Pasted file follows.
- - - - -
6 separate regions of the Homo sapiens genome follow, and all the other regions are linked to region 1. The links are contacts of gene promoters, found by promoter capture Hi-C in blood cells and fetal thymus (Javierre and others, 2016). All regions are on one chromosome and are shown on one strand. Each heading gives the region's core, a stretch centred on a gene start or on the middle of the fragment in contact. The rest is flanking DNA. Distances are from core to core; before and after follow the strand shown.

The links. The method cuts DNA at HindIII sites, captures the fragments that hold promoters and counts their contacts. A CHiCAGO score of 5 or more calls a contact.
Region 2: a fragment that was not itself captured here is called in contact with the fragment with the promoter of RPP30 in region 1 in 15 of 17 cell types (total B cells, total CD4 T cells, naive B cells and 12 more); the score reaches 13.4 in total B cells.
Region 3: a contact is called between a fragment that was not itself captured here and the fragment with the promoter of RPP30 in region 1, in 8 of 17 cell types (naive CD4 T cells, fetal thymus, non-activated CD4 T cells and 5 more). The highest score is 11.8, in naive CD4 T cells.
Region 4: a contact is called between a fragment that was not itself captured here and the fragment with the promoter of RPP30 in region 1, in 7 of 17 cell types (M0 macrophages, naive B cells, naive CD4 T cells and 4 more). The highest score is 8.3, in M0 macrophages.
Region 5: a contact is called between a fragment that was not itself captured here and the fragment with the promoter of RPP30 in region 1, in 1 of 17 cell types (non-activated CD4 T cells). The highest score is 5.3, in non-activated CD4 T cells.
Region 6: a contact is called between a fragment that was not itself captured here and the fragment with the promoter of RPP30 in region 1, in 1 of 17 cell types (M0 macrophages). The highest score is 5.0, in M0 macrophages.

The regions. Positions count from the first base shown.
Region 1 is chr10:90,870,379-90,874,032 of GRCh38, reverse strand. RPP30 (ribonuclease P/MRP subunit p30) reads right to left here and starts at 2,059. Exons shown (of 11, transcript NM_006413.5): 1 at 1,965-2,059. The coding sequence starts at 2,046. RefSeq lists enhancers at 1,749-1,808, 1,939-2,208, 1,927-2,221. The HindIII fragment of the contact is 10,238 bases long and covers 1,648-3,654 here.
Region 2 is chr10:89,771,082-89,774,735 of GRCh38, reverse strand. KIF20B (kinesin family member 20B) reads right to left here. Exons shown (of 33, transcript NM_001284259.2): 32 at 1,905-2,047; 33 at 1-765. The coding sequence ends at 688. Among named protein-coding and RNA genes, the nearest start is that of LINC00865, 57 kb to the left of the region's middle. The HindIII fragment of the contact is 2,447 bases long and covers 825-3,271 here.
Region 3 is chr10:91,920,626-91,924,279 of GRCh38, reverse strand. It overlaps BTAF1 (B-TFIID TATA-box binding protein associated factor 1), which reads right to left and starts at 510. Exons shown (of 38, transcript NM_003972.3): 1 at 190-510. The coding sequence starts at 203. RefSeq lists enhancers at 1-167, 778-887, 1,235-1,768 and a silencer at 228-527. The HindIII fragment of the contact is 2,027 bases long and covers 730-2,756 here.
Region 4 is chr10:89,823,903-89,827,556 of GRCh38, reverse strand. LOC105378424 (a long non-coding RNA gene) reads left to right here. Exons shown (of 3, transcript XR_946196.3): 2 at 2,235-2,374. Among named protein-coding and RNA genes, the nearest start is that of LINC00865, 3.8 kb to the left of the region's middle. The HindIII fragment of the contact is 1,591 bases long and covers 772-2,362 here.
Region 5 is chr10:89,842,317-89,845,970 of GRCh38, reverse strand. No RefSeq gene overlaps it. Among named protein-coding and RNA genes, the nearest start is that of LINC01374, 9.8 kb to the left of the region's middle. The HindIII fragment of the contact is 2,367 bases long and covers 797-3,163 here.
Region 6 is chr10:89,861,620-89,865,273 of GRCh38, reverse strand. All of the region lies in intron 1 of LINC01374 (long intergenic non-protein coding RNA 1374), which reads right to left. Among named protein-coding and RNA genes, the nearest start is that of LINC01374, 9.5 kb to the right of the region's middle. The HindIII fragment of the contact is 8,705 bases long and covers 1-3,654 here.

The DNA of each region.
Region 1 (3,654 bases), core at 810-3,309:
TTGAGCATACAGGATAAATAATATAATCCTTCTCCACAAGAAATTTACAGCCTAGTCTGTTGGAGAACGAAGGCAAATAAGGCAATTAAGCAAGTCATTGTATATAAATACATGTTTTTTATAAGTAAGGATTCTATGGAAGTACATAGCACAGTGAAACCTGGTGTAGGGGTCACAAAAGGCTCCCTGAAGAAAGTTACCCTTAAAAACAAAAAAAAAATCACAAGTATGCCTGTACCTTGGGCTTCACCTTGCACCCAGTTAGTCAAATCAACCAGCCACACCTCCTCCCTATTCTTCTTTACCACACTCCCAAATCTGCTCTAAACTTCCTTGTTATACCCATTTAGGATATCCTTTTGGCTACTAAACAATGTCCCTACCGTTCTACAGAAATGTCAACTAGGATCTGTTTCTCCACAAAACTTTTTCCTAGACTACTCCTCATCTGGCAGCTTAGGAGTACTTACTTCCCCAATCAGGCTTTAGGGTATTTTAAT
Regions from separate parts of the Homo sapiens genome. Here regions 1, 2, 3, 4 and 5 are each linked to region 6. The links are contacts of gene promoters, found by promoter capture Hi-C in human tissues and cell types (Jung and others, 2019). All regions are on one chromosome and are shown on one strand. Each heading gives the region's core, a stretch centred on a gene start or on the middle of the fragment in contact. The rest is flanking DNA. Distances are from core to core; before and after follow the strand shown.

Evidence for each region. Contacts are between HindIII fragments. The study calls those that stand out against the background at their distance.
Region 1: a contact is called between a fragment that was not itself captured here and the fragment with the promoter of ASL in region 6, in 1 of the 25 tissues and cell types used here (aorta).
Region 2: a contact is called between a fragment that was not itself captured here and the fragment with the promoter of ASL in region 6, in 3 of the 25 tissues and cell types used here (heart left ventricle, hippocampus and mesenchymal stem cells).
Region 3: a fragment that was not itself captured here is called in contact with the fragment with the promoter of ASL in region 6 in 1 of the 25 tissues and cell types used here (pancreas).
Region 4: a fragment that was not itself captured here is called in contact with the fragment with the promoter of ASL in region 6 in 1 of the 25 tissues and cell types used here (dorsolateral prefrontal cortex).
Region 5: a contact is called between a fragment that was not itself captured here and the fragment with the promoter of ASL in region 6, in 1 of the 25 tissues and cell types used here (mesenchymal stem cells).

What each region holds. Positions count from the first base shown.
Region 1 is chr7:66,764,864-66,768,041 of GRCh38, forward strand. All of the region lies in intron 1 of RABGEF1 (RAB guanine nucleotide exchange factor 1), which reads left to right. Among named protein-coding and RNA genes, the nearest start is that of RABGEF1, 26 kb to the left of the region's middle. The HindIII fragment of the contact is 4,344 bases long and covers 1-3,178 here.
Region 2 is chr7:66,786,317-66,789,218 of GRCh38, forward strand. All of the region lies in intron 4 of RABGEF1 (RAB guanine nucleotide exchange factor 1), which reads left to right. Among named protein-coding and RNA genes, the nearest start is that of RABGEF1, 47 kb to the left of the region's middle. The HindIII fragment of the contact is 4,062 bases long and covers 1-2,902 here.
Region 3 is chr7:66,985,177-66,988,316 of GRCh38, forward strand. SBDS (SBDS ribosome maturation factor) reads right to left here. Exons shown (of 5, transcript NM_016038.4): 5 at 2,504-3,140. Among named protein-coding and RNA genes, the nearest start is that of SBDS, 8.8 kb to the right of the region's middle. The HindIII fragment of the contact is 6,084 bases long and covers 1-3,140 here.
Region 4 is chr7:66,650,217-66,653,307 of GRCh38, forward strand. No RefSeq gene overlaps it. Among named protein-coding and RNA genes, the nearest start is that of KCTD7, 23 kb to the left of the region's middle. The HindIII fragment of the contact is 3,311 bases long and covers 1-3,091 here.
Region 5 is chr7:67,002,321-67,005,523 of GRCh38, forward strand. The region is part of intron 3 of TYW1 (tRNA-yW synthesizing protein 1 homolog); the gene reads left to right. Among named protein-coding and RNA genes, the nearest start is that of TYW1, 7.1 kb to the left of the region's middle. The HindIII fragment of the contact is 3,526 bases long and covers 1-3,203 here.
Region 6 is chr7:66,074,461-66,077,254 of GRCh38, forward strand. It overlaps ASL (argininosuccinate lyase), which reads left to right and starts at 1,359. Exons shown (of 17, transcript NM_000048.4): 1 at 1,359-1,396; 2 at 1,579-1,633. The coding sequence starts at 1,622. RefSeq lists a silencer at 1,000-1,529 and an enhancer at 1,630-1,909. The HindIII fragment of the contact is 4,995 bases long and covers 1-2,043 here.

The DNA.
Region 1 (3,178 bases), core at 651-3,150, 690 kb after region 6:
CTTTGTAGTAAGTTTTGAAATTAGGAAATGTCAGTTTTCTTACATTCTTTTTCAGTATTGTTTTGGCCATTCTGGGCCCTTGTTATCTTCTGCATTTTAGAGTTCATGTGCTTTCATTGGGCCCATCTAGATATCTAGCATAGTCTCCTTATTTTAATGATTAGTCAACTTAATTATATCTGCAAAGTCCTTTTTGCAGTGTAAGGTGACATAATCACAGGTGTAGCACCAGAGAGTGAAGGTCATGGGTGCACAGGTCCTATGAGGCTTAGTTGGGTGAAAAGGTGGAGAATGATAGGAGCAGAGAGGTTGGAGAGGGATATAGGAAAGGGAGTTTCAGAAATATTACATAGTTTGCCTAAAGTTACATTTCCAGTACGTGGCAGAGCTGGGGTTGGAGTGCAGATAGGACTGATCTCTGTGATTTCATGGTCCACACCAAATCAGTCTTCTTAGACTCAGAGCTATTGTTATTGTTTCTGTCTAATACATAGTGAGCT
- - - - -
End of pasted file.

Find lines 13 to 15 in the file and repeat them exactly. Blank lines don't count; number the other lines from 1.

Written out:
Region 5 is chr10:89,842,317-89,845,970 of GRCh38, reverse strand. No RefSeq gene overlaps it. Among named protein-coding and RNA genes, the nearest start is that of LINC01374, 9.8 kb to the left of the region's middle. The HindIII fragment of the contact is 2,367 bases long and covers 797-3,163 here.
Region 6 is chr10:89,861,620-89,865,273 of GRCh38, reverse strand. All of the region lies in intron 1 of LINC01374 (long intergenic non-protein coding RNA 1374), which reads right to left. Among named protein-coding and RNA genes, the nearest start is that of LINC01374, 9.5 kb to the right of the region's middle. The HindIII fragment of the contact is 8,705 bases long and covers 1-3,654 here.

The DNA of each region.